Co.Design

This Keychain Dongle Can Analyze Almost Any Physical Object Instantly

SciO might not have the most airtight use case, but I'm sure we'll think of something.

Any nerd can appreciate the appeal of the "tricorder" device made famous by Kirk, Spock, Scotty, and other characters from Star Trek. Point it at pretty much any physical object, press a button, and presto—a wealth of detailed information magically appears on the device's screen. A Kickstarter-funded product called SciO promises to be, if not a true tricorder, at least the next best thing. It's a USB drive-sized dongle that can scan most objects and instantly return a "readout" of their chemical properties on your smartphone screen.

Dror Sharon of Consumer Physics, the company behind SciO, tells Co.Design that they dreamed up the device out mostly of "technological curiosity"—that is they wanted to see if it was possible to "mak[e] a spectrometer so small and cheap it could become a consumer product." That's what SciO is: a tiny spectrometer, which bounces infrared light off of an object and then analyzes it.

A ton of technical information about matter's chemical properties can be obtained this way. SciO's cloud servers crunch this data and a mobile app displays it in human-readable terms. "How much fat is in this salad dressing I just got served? Is this medication authentic? Which watermelon is going to be sweeter?" Sharon explains. "There is a big gap between the tremendous access to knowledge we have through various technologies and how clueless we are about the everyday stuff we encounter all the time."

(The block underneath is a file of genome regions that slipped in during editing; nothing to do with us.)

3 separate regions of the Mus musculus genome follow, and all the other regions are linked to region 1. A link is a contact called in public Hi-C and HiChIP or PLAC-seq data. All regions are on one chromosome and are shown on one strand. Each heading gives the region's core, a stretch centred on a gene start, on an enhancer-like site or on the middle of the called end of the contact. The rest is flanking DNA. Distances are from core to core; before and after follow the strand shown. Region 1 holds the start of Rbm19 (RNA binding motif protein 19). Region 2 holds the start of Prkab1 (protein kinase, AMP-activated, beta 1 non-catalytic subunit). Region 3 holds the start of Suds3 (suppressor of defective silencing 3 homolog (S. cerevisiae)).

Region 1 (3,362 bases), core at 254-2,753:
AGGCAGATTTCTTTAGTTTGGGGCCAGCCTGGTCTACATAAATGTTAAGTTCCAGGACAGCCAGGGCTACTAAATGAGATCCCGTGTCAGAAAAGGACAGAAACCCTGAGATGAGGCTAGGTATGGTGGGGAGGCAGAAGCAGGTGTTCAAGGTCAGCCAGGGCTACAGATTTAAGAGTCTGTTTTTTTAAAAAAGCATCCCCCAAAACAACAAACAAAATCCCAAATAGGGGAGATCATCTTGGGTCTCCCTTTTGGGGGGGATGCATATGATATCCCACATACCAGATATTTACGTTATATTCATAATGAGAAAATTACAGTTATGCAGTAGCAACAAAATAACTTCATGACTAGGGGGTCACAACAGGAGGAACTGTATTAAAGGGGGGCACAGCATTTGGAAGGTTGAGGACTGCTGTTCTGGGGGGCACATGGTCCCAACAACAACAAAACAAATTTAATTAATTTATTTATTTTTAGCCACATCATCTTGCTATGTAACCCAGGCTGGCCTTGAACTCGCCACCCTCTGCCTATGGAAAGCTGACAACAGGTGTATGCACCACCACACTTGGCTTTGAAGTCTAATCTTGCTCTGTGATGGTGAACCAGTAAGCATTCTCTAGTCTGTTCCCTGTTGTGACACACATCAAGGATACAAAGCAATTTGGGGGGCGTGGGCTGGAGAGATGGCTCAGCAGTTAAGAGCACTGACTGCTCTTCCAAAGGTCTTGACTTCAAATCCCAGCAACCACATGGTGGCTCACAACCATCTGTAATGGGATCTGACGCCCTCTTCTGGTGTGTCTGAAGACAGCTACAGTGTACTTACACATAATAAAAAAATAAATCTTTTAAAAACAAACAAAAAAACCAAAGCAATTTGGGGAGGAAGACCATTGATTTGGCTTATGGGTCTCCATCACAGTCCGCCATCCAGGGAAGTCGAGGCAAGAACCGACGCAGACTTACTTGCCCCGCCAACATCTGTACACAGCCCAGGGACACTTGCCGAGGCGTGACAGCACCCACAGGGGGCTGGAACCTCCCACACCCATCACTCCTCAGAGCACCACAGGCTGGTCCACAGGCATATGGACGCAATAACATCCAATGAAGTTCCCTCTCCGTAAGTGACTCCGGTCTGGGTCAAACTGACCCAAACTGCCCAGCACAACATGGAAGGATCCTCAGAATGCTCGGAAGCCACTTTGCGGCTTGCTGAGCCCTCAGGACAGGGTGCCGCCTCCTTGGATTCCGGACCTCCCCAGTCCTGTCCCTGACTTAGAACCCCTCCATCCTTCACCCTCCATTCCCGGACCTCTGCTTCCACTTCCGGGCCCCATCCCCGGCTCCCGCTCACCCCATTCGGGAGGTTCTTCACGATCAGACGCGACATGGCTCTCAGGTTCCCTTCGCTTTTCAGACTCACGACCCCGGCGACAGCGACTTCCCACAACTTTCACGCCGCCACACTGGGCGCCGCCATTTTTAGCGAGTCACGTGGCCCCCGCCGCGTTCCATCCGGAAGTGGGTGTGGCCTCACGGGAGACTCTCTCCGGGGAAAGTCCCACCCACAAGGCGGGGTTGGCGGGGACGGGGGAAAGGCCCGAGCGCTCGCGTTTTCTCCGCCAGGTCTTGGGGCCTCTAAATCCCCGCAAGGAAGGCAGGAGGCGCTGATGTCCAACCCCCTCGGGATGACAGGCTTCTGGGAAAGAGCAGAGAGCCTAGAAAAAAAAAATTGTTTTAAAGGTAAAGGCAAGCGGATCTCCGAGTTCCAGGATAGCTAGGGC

If SciO sounds like "Wikipedia for random stuff you can scan," you're pretty much right. If you're the kind of person who's curious about the geeky trivia that SciO generates, you're probably one of its 10,000 Kickstarter backers who have pledged over $2 million to make the product a reality. Sharon hopes that developers will create "significant and serious applications" in health care or fraud detection for SciO's platform. But he also acknowledges that "just because" is a totally legitimate use case. "We don't dismiss applications that simply inspire curiosity," he says. "After all, not every Google search is about solving the world's problems."

Augmenting everyday curiosity might actually be SciO's killer app. Imagine an elementary school field trip where every kid gets handed a SciO to play with—the potential for enabling exploratory education is immense. "As human beings, we ask questions. We want to know more," Sharon says. "And the truth is that the more we know, the more we want to know. We believe SCiO is, like the search engine, another tool that will act as a catalyst for our quest for knowledge."

[Check out SciO's Kickstarter campaign]

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1 Comments

  • Daniel Kim

    A good application for this technology may be to make in-field analyses of agricultural products. For instance, can such a device give a reading of sugar content of grapes, to help determine when harvest should be scheduled? Can this device tell me which watermelon is ripe, or which chile pepper is the hottest? For that matter, can I shine it on the leaves of a plant and then know if it is diseased or under nutrient stress? That kind of information would be very useful.